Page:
But the Rockies (18-29) have had a lot of big starts, only to wind up on the losing end. Monday's game was also in doubt because right-hander Juan Nicasio gave up six runs, five earned, in six innings. Astros shortstop Jed Lowrie knocked a two-run shot off of Nicasio in the first inning, and he teetered for much of his time on the mound.
Pacheco, whose chance in the eighth came because of Lowrie's two-out error, made sure the Rockies won by feathering a two-out, 1-1 curveball from Fernando Rodriguez (1-5) in between the Astros infield and center fielder Jordan Schafer to knock in two runs.
"I knew he was going to throw me a curveball, and I felt that was my best chance," said Pacheco, who has hit safely in 12 of his last 13 games, and has performed steadily since a brief demotion to Triple-A Colorado Springs in April. "I got lucky enough and got just enough of it."
The Rockies were coming off of a 2-4 road trip to Cincinnati and Florida, during which they averaged 5.3 runs per game and had legitimate chances to win all but one game, only to be failed by poor pitching. This time, they outhit the Astros, 14-12, but needed the eighth-inning rally to avoid further frustration. Monday's doubleheader opens a stretch of 13 of 16 games at Coors Field, where the Rockies hope to regain relevant status in the NL West.
"For the third time in seven games, we put a nice number up there in the first inning," Rockies manager Jim Tracy said. "We did the same thing in Miami, where we scored seven runs total in the first two games of that series in the top of the first inning. We answered very nicely the two runs they got with a five-spot."
Nicasio's on-again, off-again struggles have been in line with what has happened with a mostly young starting rotation. Nicasio gave up nine hits, six runs (five earned) and three walks in his previous start, a loss at Miami. This time, he struck out five against one walk, which was an improvement.
However, the top five hitters in the Astros' lineup went 9-for-15 against him, while hitters 6-9 were 0-for-11 with one walk. Tracy said Nicasio's mechanics are sometimes rushed, which prevents him from keeping his fastball in the bottom of the strike zone or making his slider break downward consistently. But at least he didn't put the Rockies in a big hole.
"I feel better -- only one walk. I'm fighting, throwing a lot of strikes," Nicasio said. "Six innings, I gave up six runs, but I can only control throwing a strike."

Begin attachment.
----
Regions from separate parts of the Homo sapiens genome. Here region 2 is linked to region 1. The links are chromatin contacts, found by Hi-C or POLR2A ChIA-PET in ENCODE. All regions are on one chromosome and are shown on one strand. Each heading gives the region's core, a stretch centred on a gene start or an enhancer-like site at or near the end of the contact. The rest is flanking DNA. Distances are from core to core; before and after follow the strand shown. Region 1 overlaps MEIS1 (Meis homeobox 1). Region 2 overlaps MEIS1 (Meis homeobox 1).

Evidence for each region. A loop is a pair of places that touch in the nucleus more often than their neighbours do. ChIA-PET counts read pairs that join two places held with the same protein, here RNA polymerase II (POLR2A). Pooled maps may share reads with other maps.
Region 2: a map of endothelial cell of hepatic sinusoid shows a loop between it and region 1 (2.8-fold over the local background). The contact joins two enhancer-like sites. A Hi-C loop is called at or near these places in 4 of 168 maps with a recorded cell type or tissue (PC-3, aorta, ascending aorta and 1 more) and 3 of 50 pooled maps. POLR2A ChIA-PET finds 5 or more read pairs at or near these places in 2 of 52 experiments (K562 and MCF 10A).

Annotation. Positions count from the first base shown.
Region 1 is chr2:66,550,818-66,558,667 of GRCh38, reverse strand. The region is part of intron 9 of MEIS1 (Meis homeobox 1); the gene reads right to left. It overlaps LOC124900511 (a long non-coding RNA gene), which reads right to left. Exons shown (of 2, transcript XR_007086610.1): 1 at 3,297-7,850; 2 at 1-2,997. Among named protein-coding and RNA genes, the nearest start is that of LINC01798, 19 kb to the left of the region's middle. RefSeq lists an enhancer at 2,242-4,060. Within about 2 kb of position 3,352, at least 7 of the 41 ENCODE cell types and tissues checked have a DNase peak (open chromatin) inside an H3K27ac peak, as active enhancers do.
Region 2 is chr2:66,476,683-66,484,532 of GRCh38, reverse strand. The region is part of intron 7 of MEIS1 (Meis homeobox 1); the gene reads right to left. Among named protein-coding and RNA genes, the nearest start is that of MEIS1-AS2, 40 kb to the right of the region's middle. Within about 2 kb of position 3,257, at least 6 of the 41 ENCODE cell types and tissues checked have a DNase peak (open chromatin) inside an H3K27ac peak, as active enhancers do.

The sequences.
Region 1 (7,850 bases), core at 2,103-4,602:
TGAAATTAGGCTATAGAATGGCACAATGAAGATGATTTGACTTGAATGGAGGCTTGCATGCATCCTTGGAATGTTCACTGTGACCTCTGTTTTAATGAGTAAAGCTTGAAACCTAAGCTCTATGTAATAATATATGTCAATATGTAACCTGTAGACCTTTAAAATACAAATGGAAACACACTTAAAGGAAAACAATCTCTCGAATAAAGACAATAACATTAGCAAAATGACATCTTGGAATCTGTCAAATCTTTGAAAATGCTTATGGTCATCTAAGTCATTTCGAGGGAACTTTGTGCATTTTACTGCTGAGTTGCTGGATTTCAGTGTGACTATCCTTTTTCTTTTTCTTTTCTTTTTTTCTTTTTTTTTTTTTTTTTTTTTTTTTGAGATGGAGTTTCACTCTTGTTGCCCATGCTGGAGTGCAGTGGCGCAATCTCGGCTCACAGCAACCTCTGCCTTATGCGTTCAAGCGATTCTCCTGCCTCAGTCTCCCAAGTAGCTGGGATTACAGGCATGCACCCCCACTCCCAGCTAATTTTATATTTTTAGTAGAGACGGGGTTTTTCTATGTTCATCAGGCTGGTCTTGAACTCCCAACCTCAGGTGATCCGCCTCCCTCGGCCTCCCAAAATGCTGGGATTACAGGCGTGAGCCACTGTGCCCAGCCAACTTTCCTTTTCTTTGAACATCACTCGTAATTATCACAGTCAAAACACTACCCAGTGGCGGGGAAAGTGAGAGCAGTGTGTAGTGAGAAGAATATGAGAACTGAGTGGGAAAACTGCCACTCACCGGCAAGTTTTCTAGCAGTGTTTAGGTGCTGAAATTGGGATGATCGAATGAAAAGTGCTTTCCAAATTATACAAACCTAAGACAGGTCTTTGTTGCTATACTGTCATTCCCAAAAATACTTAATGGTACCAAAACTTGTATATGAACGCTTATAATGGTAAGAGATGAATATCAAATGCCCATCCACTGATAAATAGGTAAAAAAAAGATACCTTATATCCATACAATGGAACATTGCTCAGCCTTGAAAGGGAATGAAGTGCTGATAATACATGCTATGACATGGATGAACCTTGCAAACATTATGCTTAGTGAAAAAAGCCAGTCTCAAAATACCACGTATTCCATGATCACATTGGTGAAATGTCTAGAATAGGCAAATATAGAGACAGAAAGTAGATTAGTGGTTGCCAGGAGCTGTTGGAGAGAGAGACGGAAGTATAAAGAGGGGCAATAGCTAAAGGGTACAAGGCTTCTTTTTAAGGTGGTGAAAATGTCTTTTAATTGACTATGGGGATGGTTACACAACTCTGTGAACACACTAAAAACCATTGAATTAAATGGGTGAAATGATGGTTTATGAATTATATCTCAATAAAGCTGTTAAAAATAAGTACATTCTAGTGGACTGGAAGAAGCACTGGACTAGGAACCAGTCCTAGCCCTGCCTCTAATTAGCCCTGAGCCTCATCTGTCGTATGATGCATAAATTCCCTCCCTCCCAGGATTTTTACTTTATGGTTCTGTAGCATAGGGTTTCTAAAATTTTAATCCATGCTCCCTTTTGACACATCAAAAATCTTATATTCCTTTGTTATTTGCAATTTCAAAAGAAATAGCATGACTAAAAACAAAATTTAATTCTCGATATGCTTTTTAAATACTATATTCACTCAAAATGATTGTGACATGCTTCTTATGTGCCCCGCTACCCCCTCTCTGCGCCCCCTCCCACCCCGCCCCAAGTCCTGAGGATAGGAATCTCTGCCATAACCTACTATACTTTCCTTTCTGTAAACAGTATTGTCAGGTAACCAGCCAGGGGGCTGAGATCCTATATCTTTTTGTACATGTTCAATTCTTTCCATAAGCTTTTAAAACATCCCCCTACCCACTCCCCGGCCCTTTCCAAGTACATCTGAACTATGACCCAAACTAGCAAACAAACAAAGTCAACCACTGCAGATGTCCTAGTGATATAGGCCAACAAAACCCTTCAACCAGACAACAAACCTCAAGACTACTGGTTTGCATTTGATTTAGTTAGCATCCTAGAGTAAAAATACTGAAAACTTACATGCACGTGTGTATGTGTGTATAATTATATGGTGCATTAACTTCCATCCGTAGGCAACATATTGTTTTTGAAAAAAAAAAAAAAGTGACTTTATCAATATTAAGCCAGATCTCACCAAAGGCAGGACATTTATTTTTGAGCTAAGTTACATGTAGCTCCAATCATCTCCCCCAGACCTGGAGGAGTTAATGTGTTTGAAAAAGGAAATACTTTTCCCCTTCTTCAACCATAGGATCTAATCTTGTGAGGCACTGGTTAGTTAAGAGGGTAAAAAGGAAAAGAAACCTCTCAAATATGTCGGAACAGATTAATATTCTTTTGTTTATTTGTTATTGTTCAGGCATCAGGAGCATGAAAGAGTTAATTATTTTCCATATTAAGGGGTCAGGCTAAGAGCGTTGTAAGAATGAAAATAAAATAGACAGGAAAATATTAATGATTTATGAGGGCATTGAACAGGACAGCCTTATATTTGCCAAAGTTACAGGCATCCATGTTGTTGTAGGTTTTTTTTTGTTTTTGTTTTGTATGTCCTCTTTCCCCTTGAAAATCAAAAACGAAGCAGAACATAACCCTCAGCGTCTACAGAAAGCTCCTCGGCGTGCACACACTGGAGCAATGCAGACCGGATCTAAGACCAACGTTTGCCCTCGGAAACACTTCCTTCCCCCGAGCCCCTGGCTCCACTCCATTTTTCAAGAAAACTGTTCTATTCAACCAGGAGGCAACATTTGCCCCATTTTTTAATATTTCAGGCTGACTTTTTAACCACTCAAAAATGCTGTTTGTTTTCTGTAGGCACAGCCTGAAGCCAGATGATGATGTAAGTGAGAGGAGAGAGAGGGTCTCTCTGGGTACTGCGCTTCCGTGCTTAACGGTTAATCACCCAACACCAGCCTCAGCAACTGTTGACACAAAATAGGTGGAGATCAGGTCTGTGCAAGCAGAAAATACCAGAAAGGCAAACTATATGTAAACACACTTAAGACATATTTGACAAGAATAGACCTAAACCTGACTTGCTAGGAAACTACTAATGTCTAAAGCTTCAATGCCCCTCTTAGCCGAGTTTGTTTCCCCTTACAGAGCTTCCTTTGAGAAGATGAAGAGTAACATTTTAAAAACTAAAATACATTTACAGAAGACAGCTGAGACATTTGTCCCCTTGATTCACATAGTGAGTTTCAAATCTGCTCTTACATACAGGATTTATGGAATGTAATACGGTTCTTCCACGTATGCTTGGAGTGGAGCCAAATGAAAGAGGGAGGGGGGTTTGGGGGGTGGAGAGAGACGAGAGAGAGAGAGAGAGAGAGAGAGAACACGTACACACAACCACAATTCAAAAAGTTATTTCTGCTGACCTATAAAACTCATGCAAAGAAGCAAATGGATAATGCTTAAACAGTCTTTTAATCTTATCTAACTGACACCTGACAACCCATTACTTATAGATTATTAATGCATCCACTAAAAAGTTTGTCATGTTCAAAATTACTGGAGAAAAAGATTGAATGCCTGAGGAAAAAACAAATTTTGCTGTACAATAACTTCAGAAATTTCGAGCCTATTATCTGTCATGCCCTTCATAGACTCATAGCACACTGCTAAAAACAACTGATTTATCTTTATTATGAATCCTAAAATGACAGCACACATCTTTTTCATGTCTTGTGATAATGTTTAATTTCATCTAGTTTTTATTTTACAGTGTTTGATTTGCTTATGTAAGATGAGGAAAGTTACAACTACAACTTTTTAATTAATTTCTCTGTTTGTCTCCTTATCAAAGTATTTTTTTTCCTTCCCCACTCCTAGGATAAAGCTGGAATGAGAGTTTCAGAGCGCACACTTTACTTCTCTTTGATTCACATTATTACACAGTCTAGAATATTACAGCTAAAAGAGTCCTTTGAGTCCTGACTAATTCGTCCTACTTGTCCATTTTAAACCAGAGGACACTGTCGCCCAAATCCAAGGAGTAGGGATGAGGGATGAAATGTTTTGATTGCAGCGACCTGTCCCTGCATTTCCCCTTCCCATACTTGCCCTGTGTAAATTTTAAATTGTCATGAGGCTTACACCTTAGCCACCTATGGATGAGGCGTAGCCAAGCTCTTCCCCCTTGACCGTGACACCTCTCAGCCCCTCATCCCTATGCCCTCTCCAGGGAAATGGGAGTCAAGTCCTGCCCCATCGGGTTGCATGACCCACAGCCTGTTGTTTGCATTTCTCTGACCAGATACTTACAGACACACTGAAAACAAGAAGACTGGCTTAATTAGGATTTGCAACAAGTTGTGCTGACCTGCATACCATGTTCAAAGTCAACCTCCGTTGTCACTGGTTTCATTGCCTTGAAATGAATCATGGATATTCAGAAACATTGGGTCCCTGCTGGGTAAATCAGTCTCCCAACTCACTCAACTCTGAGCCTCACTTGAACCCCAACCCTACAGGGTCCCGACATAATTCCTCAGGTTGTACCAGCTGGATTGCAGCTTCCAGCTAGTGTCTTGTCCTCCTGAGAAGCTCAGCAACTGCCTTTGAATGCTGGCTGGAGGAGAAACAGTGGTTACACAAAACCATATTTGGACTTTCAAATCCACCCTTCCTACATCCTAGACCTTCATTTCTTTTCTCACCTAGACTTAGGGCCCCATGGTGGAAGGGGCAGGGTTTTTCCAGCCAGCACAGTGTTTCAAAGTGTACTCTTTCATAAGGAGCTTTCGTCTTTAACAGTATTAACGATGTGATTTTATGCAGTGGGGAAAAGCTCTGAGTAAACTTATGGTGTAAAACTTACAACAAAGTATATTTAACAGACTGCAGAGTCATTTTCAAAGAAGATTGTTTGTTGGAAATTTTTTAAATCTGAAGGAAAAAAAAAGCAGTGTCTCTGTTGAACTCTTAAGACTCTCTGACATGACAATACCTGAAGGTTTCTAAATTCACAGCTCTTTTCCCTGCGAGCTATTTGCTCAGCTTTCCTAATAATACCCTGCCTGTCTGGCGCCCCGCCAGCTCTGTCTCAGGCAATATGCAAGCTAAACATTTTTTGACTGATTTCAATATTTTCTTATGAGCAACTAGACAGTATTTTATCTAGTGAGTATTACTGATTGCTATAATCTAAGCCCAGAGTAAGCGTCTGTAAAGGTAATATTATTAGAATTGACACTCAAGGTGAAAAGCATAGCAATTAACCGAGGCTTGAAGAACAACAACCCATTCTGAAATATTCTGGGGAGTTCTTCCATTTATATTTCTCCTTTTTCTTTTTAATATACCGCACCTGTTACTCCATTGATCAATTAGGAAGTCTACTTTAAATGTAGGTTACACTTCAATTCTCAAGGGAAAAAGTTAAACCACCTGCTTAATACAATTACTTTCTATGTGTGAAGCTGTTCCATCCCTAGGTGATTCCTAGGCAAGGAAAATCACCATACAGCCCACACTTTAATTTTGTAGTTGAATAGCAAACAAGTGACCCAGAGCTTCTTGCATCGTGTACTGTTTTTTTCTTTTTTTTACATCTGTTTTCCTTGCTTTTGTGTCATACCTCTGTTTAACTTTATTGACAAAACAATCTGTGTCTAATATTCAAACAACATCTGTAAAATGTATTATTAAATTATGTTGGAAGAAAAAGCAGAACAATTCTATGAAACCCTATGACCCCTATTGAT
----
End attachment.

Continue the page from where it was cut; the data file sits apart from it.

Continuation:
Astros starter Wandy Rodriguez, who entered the game with a 1.71 road ERA, struggled even worse than Nicasio, giving up 10 hits and seven runs, four earned, in five innings.
"In this environment, in this ballpark, we've all seen games like this," Astros manager Brad Mills said. "In this ballpark, more chances than not, that's how games are won and lost, when you give them extra outs and walks and don't hit the cut-off man. The outfield is so big, and it's tough to cover all the ground, so if you give them those extra outs and so forth, it's too easy to get those extra hits."
DJ LeMahieu doubled in a third-inning run, and Tulowitzki's homer leading off the fifth gave Colorado a 7-6 lead. However, the Astros kept it close, and Schafer created a run to tie it in the seventh. Schafer bunted for a single off of Rockies reliever Adam Ottavino, stole second and scored the first run off of Ottavino in eight appearances on Jose Altuve's single.
Lowrie's error, however, scuttled the Astros' comeback effort.
Dexter Fowler, who went 3-for-5 in his first start after missing four starts because of a right ankle injury, hit a bouncer to Lowrie, who wanted to flip to second. However, second baseman Altuve wasn't at the bag and the throw hit the foot of pinch-runner Jeremy Guthrie and bounced into center field. Guthrie was running for Jason Giambi, who had walked.
Pacheco's winning single made a winner of reliever Matt Belisle (2-2), who pitched a scoreless eighth, and set up Rafael Betancourt to pitch a scoreless ninth for his ninth save.